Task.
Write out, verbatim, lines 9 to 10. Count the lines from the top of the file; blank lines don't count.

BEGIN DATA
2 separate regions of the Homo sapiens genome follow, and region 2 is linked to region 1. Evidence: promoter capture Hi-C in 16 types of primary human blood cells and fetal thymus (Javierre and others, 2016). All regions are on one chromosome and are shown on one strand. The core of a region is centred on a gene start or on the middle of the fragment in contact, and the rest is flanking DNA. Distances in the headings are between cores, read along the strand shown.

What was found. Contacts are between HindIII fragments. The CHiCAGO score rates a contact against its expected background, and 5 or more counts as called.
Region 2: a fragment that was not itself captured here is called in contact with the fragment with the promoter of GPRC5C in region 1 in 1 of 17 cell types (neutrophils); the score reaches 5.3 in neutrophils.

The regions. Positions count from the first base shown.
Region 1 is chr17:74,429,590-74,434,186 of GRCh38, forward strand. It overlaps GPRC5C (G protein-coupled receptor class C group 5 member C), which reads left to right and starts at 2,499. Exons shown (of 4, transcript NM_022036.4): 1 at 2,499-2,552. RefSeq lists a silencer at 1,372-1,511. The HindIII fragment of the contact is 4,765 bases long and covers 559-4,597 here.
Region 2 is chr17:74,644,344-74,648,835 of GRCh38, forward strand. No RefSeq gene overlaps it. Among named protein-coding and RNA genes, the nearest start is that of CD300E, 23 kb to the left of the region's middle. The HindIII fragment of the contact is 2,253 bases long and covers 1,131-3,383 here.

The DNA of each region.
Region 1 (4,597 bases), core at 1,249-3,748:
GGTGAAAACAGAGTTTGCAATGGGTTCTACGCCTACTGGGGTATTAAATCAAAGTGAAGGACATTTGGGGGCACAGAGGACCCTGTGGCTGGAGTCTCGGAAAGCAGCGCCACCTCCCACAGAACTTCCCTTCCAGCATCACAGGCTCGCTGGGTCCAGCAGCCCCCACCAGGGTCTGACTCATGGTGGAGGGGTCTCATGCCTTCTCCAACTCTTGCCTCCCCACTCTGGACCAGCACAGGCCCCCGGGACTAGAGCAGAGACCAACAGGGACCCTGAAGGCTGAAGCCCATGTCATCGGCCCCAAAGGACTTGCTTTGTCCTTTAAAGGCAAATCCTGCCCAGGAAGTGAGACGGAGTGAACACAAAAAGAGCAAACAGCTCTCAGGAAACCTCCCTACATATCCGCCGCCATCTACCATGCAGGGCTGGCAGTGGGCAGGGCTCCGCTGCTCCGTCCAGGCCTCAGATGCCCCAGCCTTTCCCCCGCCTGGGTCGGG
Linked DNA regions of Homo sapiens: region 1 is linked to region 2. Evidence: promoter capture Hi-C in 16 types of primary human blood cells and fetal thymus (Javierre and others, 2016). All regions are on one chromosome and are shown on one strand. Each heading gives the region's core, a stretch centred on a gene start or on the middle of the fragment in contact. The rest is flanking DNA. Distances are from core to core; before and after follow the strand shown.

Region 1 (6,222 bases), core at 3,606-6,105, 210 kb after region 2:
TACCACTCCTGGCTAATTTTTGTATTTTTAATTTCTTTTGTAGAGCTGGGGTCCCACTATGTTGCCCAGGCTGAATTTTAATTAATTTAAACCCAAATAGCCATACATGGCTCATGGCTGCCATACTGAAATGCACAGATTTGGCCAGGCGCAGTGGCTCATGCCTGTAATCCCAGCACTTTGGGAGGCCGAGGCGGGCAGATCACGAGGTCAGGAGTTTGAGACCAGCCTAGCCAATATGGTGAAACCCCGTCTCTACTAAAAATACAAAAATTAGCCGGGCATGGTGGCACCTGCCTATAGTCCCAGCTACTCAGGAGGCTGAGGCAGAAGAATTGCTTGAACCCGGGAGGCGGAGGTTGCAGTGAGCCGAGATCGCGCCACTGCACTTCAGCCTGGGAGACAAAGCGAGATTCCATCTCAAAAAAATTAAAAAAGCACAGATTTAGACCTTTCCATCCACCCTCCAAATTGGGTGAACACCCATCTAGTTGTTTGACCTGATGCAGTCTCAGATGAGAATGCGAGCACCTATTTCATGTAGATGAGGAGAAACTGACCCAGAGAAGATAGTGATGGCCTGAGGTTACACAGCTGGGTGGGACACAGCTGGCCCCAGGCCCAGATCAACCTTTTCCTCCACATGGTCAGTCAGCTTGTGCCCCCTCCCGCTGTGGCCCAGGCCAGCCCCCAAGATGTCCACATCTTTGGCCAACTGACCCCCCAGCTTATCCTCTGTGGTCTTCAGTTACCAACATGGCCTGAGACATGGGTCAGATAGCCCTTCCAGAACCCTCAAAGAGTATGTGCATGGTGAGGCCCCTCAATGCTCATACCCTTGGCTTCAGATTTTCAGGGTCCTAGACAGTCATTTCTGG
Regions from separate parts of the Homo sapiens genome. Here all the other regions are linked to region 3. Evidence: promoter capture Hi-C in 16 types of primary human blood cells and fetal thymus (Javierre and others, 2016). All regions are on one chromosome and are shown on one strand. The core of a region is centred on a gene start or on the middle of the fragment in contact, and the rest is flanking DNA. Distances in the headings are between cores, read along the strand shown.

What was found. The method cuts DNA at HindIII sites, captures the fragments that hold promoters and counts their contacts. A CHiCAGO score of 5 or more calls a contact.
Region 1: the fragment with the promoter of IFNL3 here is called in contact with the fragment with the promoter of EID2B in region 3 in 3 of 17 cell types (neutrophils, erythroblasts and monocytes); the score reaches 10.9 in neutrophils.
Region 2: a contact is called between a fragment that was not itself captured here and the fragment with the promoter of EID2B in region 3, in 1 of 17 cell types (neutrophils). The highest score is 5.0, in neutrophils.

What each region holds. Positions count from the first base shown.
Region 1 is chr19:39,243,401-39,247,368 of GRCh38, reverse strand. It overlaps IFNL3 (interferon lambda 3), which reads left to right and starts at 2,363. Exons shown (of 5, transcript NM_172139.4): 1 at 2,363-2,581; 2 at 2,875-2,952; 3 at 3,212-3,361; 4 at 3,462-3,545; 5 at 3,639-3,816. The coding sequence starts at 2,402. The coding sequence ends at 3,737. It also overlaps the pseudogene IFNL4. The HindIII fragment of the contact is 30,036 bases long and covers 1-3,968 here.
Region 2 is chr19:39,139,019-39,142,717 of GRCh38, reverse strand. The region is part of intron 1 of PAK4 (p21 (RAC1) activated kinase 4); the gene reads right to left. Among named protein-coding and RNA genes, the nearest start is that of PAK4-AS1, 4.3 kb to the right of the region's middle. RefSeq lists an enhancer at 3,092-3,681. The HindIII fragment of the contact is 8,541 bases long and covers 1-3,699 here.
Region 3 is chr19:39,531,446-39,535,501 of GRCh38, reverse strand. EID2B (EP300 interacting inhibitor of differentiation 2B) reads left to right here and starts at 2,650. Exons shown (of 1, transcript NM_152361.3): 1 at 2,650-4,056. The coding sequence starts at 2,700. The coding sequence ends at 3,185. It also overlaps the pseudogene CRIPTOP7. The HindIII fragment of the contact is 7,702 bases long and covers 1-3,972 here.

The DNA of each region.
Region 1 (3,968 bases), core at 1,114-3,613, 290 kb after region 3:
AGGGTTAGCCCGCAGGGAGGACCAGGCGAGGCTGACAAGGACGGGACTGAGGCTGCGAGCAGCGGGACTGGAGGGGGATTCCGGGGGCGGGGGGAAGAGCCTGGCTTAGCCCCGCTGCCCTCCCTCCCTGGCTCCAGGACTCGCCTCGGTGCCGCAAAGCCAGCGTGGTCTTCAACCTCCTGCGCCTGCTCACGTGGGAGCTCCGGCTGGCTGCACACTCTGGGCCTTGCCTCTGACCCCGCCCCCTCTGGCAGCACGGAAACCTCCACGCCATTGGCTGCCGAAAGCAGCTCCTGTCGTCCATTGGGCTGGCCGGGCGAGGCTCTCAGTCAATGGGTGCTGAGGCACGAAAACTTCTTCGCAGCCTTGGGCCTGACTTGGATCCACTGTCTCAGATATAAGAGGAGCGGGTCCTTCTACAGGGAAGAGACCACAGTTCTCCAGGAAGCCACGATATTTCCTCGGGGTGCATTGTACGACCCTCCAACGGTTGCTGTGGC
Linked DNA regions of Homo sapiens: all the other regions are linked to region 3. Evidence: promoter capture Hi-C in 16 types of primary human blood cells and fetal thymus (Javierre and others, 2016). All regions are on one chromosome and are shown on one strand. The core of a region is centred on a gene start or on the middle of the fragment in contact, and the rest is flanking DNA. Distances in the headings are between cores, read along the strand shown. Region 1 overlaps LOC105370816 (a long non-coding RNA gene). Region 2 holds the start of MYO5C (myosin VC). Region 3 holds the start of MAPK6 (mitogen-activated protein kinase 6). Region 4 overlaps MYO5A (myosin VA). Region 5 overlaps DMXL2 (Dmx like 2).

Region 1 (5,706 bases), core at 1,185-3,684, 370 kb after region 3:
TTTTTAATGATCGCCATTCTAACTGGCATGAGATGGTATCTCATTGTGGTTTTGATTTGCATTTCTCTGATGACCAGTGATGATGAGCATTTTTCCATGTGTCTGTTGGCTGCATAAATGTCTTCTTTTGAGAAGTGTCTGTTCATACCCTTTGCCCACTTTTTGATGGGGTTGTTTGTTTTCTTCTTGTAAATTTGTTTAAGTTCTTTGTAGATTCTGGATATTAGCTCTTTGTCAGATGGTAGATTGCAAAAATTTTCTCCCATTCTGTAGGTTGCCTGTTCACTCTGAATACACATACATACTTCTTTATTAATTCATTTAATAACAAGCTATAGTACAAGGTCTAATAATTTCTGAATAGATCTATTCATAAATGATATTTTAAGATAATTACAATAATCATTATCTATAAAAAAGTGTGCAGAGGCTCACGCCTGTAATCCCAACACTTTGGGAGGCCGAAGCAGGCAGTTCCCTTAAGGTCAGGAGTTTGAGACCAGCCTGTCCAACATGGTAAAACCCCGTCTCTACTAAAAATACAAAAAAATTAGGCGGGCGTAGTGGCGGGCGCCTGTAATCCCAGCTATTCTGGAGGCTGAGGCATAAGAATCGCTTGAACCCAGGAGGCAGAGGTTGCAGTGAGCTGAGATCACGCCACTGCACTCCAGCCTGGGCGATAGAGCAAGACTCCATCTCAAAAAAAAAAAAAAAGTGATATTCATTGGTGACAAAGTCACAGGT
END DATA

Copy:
GGTGAAAACAGAGTTTGCAATGGGTTCTACGCCTACTGGGGTATTAAATCAAAGTGAAGGACATTTGGGGGCACAGAGGACCCTGTGGCTGGAGTCTCGGAAAGCAGCGCCACCTCCCACAGAACTTCCCTTCCAGCATCACAGGCTCGCTGGGTCCAGCAGCCCCCACCAGGGTCTGACTCATGGTGGAGGGGTCTCATGCCTTCTCCAACTCTTGCCTCCCCACTCTGGACCAGCACAGGCCCCCGGGACTAGAGCAGAGACCAACAGGGACCCTGAAGGCTGAAGCCCATGTCATCGGCCCCAAAGGACTTGCTTTGTCCTTTAAAGGCAAATCCTGCCCAGGAAGTGAGACGGAGTGAACACAAAAAGAGCAAACAGCTCTCAGGAAACCTCCCTACATATCCGCCGCCATCTACCATGCAGGGCTGGCAGTGGGCAGGGCTCCGCTGCTCCGTCCAGGCCTCAGATGCCCCAGCCTTTCCCCCGCCTGGGTCGGG
Linked DNA regions of Homo sapiens: region 1 is linked to region 2. Evidence: promoter capture Hi-C in 16 types of primary human blood cells and fetal thymus (Javierre and others, 2016). All regions are on one chromosome and are shown on one strand. Each heading gives the region's core, a stretch centred on a gene start or on the middle of the fragment in contact. The rest is flanking DNA. Distances are from core to core; before and after follow the strand shown.